FRAMINGHAM – While bracing his IT systems to weather another hurricane season, Max Prather can’t help but recall just how swiftly undetected weak points in his IT disaster recovery plan were cracked by Hurricane Katrina.
“We thought we were prepared but did not count on a complete disaster. It may have well been a nuclear bomb; that’s how much it affected our business,” said Prather, IT manager at the Louisiana Organ Procurement Agency in Metairie, La.
The nonprofit organization’s offices sit less than eight miles west of New Orleans, which was devastated by the massive storm in August 2005.
“I would hate to see any company go through [such] a disaster to see exactly what’s wrong with its plan,” Prather said. Last Friday marked the official beginning of the Atlantic hurricane season, which runs from June 1 thru Nov.30. Weather forecasters say conditions this year are ripe for spawning several major storms.
Prior to late 2005, the organ procurement agency’s disaster plan focused on having some patient and employee data hosted on NeoSpire Inc. servers in Dallas. However, when Katrina hit New Orleans, employees scattered and the agency lost power, phone service and Internet access, exposing gaping holes in its electronic communications strategy, said Prather.
After the storm, the agency deployed Neverfail for Microsoft Exchange, a disaster recovery system from Austin-based Neverfail Inc., to ensure uninterrupted employee connectivity throughout service shutdowns, Prather said.
The organization has also added an internal backup generator and fail-over phone system, implemented daily backup procedures, and constructed a hot site and duplicate server environment in its Shreveport, La., facility, Prather noted.
The organ procurement agency continues to use the hosted servers in Dallas, he added.
Thomas Comella, CIO at Neighborhood Centers Inc. in Houston, also updated his company’s backup plan following a major hurricane. Comella said he decided to abandon the company’s policy of storing backed-up data in a nearby facility once he saw how employees were scrambling to evacuate from Houston ahead of Hurricane Rita in 2005.
Earlier this year, the nonprofit operator of community centers and educational facilities in southeastern Texas began using ViaRemote, a backup and managed services offering from Arsenal Digital Solutions USA Inc. in Cary, N.C.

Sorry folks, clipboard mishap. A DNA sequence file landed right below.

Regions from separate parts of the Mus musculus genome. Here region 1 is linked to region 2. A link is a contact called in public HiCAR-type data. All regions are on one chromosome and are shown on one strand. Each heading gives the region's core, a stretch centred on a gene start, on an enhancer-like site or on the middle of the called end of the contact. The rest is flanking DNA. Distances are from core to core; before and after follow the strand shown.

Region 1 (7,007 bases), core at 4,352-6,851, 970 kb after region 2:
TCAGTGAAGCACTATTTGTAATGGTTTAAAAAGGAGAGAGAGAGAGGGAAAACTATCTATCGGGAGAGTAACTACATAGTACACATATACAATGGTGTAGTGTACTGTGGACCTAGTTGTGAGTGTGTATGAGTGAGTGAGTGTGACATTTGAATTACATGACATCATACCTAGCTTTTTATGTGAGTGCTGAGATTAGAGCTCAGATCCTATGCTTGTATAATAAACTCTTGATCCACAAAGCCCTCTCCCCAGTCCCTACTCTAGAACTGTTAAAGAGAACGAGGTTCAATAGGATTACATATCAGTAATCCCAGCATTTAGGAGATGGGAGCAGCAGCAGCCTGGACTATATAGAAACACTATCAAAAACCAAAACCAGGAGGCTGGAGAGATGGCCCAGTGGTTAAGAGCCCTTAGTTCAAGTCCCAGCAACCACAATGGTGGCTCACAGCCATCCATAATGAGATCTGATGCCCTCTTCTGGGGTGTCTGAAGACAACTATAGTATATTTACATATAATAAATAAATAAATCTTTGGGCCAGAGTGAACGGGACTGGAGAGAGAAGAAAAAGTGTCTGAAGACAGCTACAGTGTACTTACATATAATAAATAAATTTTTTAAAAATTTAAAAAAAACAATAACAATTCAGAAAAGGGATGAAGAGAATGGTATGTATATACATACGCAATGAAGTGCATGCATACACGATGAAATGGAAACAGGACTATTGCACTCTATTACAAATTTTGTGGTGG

“We had a couple of close calls a few years ago, and we knew we needed to do something with our data,” Comella said. “My main goal for this [hurricane] season was to get this [backup service] up and running so my data would be safe off-site and out of the city.”
Other users say spending money on unused disaster recovery plans for years can prove prescient when a major storm hits. For example, the Calcasieu Teachers and Employee Credit Union in Lake Charles, La., made little use of its contract with SunGard Availability Services in Wayne, Pa., to provide backup systems for about eight years prior to Hurricane Rita.
But when that storm hit, a SunGard Mobile Data Center housed in the trailer of an 18-wheeler took over the IT systems and kept the company in business, so the investment paid off, said CEO Bruce Thomas.
“Going into the [SunGard] contract, we felt like you have to look at what is your biggest threat,” he said. “For us, the biggest threat is a hurricane.”
Researchers at Colorado State University in Fort Collins have said that 17 named storms, including five with winds of more than 115 miles per hour, could form in the Atlantic Ocean this year. In comparison, a typical hurricane season includes two major storms, noted Philip Klotzbach, a research associate at the school.
James McManus, a technology risk management professional at Jefferson Wells International Inc., a consulting firm in Brookfield, Wis., suggested that companies take several steps to protect against hurricanes. First, he said, IT managers should distribute to employees USB thumb drives carrying critical data and application backups that could be used from remote locations in an emergency. The drives should be kept up to date and stored off-site, he said.
McManus also said that companies should set aside time to perform a complete business- impact analysis, including ranking the importance of systems to determine which ones should be brought back online first after a disaster.